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Each one tells a story.
On Monday, I will get to meet my new students for the year. Which means that this weekend I am studying names and tiny little student ID photos that go with them. I do this every year, with never perfect success, but I usually meet my goal of memorizing most of their names by the third class. I mentioned last year that doing this with students wearing masks was almost impossible. I think it took me six or more classes before I had their names, and during the year I still made a couple of mistakes to my horror.
I make this effort, as many teachers do, because a person’s name is important. Each one contains a story about the person you are meeting, and getting to know their names is a way of honoring that story, and welcoming them to the community you are building in your class.
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Last fall, when I was nearing one year of writing this newsletter, I mentioned that I was thinking about changing its focus somewhat. One of my most faithful readers, Joel Neff, encouraged changing focus on an annual basis, as he has done with his newsletter, Learned (which I have recommended before and do so again). He also mentioned, in the comments, that he would be interested in knowing more about me, and how I became a teacher.
Something funny happened this summer that I thought I would share, and that will lead me to tell a personal story about myself. It comes from the somewhat odd fact that I have two middle initials, and that my daughter met one of my former students on the bus this summer.
One of my daughter’s favorite games is when she meets a student from my school is that she asks them if they had me as a teacher, without first revealing why she is asking. It’s all in good fun. This summer, she met a former student on the bus - I had had him in class just last semester. During their conversation the student revealed that there was rampant speculation in the class over the last school year about what names my two middle initials stand for (about which I had no idea - we never know what our students wonder about us!) He revealed that the current consensus in the class was Ishmael Carver (my middle initials are I. C.). My daughter found this “10/10 hilarious,” and confirmed for him (only) that this bit of speculation was incorrect.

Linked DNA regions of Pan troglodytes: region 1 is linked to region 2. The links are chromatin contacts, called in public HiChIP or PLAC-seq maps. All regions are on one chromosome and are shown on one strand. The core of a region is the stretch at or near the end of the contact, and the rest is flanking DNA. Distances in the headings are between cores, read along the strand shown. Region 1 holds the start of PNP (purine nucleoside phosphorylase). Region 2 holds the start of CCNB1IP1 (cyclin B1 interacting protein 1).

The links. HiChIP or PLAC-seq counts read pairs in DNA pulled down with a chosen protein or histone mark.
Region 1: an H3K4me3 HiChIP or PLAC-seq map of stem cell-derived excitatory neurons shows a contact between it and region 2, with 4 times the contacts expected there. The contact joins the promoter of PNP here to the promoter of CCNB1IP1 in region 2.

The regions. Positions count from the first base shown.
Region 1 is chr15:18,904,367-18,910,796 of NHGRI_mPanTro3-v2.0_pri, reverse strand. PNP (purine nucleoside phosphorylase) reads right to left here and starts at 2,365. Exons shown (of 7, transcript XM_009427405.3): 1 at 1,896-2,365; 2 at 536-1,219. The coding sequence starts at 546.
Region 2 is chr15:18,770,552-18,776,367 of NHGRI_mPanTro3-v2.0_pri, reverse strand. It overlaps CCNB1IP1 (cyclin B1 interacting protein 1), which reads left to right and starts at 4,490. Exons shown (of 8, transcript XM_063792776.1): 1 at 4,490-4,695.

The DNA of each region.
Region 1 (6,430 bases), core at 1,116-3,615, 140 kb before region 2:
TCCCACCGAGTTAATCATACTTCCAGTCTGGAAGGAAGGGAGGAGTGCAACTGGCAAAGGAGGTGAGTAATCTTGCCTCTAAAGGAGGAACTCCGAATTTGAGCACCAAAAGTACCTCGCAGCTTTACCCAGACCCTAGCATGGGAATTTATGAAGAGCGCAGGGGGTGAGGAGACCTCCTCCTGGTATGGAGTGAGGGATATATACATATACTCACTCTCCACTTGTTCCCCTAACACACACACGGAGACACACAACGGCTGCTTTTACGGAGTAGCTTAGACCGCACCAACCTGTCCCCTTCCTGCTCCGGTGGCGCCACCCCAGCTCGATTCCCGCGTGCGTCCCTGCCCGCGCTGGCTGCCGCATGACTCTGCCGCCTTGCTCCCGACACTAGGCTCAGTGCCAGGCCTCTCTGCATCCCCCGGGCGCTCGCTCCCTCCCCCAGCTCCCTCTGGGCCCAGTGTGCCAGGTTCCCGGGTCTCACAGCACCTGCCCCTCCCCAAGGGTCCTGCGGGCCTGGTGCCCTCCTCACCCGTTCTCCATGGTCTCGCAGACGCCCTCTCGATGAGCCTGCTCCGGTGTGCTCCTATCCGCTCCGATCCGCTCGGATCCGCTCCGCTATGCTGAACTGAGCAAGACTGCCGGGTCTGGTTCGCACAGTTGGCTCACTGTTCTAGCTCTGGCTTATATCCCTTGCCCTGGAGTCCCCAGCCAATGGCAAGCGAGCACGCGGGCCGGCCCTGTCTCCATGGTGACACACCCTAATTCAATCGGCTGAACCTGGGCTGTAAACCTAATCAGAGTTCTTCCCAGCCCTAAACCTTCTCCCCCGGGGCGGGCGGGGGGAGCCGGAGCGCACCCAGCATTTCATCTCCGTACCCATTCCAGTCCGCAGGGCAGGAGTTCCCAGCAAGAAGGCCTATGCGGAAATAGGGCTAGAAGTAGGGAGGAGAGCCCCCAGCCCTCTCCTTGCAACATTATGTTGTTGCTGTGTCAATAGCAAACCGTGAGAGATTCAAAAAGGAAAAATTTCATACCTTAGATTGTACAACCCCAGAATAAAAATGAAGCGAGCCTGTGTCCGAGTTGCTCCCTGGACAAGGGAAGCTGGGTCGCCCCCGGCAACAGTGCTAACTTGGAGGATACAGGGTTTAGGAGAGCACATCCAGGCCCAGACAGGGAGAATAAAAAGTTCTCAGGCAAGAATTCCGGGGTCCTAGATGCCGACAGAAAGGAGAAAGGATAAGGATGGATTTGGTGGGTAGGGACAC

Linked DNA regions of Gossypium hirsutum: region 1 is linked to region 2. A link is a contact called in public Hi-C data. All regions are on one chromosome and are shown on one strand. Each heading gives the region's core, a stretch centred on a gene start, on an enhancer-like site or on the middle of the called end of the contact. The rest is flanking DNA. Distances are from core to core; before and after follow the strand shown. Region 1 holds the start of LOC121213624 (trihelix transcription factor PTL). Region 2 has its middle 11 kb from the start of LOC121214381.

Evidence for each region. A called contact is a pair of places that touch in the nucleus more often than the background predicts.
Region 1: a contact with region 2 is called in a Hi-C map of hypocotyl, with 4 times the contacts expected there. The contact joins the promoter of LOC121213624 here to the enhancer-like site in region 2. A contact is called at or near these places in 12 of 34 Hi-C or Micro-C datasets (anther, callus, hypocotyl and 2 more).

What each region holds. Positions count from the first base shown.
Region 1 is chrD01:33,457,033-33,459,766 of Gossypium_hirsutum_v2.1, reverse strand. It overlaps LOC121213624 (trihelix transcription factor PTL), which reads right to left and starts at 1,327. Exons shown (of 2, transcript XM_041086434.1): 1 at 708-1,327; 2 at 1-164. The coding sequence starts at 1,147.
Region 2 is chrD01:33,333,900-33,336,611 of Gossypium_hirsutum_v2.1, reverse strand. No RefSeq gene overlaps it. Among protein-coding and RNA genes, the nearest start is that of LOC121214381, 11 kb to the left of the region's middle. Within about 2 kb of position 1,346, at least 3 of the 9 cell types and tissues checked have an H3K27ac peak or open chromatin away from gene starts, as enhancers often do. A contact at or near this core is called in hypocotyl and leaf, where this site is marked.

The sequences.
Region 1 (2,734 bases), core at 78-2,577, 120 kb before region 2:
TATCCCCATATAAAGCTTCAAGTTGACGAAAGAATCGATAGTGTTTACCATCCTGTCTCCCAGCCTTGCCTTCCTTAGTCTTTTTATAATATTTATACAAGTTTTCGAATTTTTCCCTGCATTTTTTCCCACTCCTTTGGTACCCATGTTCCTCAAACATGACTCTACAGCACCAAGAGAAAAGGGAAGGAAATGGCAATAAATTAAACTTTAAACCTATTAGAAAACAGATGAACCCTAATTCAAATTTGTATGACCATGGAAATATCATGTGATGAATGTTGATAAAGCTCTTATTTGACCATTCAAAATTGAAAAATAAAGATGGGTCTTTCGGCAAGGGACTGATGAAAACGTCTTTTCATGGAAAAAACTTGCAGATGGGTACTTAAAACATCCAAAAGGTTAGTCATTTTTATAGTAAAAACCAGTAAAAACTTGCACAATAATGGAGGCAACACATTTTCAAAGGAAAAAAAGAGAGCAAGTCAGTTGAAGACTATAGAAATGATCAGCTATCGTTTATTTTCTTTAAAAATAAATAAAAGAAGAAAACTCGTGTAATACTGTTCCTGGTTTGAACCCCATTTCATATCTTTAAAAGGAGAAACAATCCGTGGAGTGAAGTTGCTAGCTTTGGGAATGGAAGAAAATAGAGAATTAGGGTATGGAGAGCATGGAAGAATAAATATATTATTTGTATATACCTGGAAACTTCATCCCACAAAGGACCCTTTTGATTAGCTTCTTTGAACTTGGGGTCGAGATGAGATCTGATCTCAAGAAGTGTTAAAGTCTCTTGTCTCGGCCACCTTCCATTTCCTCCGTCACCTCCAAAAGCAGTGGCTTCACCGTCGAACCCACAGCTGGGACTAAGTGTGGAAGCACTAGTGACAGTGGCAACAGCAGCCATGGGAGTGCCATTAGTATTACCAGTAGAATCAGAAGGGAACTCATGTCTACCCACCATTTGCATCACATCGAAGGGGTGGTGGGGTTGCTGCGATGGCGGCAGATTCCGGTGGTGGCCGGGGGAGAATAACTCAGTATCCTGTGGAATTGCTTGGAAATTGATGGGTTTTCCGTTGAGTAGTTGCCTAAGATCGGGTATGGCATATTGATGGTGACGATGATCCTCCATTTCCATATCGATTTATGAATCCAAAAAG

Having two middle initials has been somewhat of a burden for me, for primarily two reasons, one less important than the other. First, most database software can’t handle it, so they drop one (or the other) and it is never right but not that big a deal (until you are dealing with TSA - but that’s another story). Second, I learned years ago that people make assumptions about those with two middle names - that it is somehow snooty or upper crust or an indication of extreme privilege. So I thought I would tell the (real) story - perhaps my students from last year will see this, and it will clear up the matter. But I am also trying to illustrate something else - that all of our names have a story, and making assumptions about others through their names is generally to be avoided. So here it is - I hope you will tell your *own* name’s story in the Comments.
My mother’s parents were from Newfoundland at a time when it was its own country, not yet part of Canada. My grandfather was from Upper Island Cove, my grandmother from Fogo, a small island off the coast. My grandfather was from a family of 7 children, and his father died at sea when he was young, which caused him to be sent to an Uncle who had gone blind - so he had a home, and so the Uncle had some help. That Uncle knew large parts of the bible and the psalms by heart, and taught my grandfather to memorize them as well. Perhaps this is what lead him to attend McGill University (in Montreal) on a full scholarship, and then lead him to seminary to become an episcopal priest. Part of his studies included spending a year as a “gospel reader” in the upper reaches of Labrador where he tended a very small parish and lived through an extremely cold winter.
On the way from McGill to Labrador, he took a ship which stopped in St. John (Newfoundland), where my grandmother was working as a telegraph operator, having moved there from Fogo for the job. A distant relative of my grandfather who knew my grandmother, sent her to retrieve him from the boat and bring him to his home for an overnight stay before my grandfather continued to Labrador. She reluctantly did so, and the two - the story goes - fell in love “on first sight.” They were separated for several years, and wrote letters to each other nearly every day. We still have those letters.
After my grandfather graduated from seminary, he and my grandmother were married, and he was then looking for his first posting as a priest. He was sent to Connecticut to stay with the Bishop there, because in those days, Bishops had to find money in the budget to send you to a parish, and they often did not have it. But this Bishop knew another Bishop in Missouri who might be able to hire him, and sent my grandfather there. He and his young wife took the train to St. Louis with their first child in tow.